November 11, 2007

I share this personal World War II experience in response to an invitation to do so by Ken Burns creator of The War on PBS.

On this 2007 Veterans’ Day I want to salute my two closest comrades in World War II, Bill Irwin and Dwight Holmes. They were my fellow soldiers who did not survive the horror of combat. Both were killed in Germany in 1945.

Bill and Dwight have lived in my nightly prayers for more than six decades. The three of us first met in a special service section of the Army called the Army Specialized Training Program (ASTP). It was designed to take college students in the Reserve Officers Training Corps (ROTC) to be trained as engineers, chemical warfare specialists and other skills critical to the progress of the war. We were assigned to basic training at Ft. McClelland in Anniston, Alabama and later sent to Alabama Polytechnic Institute now Auburn University to study combat engineering. As the need for these specialties arose and our training warranted, we were to be commissioned second lieutenants and assigned to special units.

Our wartime leaders were confident in 1944 that the war would soon be over and that ASTP was no longer needed. There was, however, a great shortage of combat infantry replacements. We were sent to the newly created 106th Infantry Division at Camp Atterbury in Franklin, Indiana. (The division was destroyed and decommissioned later in the Battle of the Bulge.) There was an announcement that they would accept volunteers to go overseas to combat and we three accepted.

We were sent to Fort Meade in Maryland near Baltimore. All three of us visited Dwight’s family in Baltimore. It was an occasion to celebrate Dwight’s birthday and his gift was a brand-new wallet. He gave me his old one. I had this wallet through the rest of my military service and carried it in civilian life as my sole war souvenir.

We three had a weekend pass to New York City and I went into St. Patrick's Cathedral on Fifth Avenue. In that magnificent, almost empty church I prayed for the three of us. My main prayer was for myself that I would serve with honor. For reasons of military secrecy we were not told our destination. However, while in New York we met three girls. They told us we were going to be sailing to England on the Queen Elizabeth leaving on Thursday. They were right. We did sail for England on Thursday on the Queen Elizabeth the largest ship in the world. (So much for military secrecy!)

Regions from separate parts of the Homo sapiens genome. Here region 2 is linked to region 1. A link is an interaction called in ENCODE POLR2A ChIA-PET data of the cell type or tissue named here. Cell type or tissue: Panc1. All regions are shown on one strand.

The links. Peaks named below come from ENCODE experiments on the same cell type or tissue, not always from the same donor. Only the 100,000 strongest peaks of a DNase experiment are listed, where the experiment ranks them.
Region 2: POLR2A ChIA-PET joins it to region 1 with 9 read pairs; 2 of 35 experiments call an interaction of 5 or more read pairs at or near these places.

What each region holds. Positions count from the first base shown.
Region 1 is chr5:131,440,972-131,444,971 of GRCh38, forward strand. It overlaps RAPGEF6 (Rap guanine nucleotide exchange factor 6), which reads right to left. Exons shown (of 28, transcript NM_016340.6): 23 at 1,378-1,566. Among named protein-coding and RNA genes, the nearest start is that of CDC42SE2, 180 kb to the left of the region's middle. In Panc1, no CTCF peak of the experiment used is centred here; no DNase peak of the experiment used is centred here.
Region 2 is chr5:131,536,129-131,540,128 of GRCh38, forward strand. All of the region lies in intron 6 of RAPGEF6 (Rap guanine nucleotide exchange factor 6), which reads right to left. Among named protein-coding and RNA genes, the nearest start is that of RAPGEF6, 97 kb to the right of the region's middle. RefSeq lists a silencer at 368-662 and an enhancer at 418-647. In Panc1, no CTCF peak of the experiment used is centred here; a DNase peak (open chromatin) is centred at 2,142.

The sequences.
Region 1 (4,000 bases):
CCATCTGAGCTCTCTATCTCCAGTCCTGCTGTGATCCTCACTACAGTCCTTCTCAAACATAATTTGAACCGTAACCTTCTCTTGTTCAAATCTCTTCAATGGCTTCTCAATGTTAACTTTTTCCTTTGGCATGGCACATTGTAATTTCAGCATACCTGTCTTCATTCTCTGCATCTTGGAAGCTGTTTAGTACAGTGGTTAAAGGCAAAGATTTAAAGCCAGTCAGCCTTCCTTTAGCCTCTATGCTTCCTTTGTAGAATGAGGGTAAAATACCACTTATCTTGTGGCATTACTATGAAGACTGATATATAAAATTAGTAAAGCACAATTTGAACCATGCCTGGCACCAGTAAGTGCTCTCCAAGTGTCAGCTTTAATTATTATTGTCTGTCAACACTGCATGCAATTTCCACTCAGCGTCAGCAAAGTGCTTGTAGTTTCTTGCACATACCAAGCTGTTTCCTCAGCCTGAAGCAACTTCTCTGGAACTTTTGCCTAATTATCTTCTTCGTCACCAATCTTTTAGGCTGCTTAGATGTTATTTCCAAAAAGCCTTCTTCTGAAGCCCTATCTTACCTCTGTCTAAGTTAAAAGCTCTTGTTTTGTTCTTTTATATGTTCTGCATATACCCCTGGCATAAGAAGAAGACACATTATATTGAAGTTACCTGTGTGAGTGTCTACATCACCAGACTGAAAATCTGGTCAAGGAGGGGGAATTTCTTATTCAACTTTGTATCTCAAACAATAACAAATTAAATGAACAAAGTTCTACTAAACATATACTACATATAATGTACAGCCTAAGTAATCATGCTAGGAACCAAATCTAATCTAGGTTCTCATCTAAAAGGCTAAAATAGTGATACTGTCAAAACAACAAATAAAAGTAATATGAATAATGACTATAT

Crossing on the Queen Elizabeth is a long story in itself. There were 15,000 soldiers on board. We were escorted by destroyers out of New York Harbor and had destroyers as we approached our destination the harbor of Greenock, Scotland. For the four and a half day voyage over we were not escorted and had a constant pattern of zigzagging to avoid German submarines.

We were sent to training at the infantry replacement center called a “Repo Depo” at Litchfield, England to be assigned to a combat unit. After several weeks each of our names suddenly appeared on three separate postings. Dwight and I were posted to separate units of the “Big Red One” First Infantry. Bill was dispatched to the 28th Infantry Division. We three never again met in this life.

I was, however, with Bill one more time. After the war his mother asked that Bill’s remains be returned to his home in Shelby, Ohio. I attended the ceremony and in one of the most emotional moments in my life had the honor of presenting the American flag to Mrs. Irwin.

Almost all the writing about war is from or by generals and admirals. Until recently there was very little about common soldiers and what we did or thought. We were not allowed to keep diaries or even tell where we were. My experience is that the memory of the brutality of infantry combat is tightly packed deep inside me. Only rarely does it come to my consciousness and never have I written about it. As the only survivor of the three of us I have tried through thought and prayer to share my life with Bill and Dwight. I am happy to publicly salute these two men whom I will always love.

I invite a dialogue pro and con and welcome your ideas.

Bernie Hillenbrand
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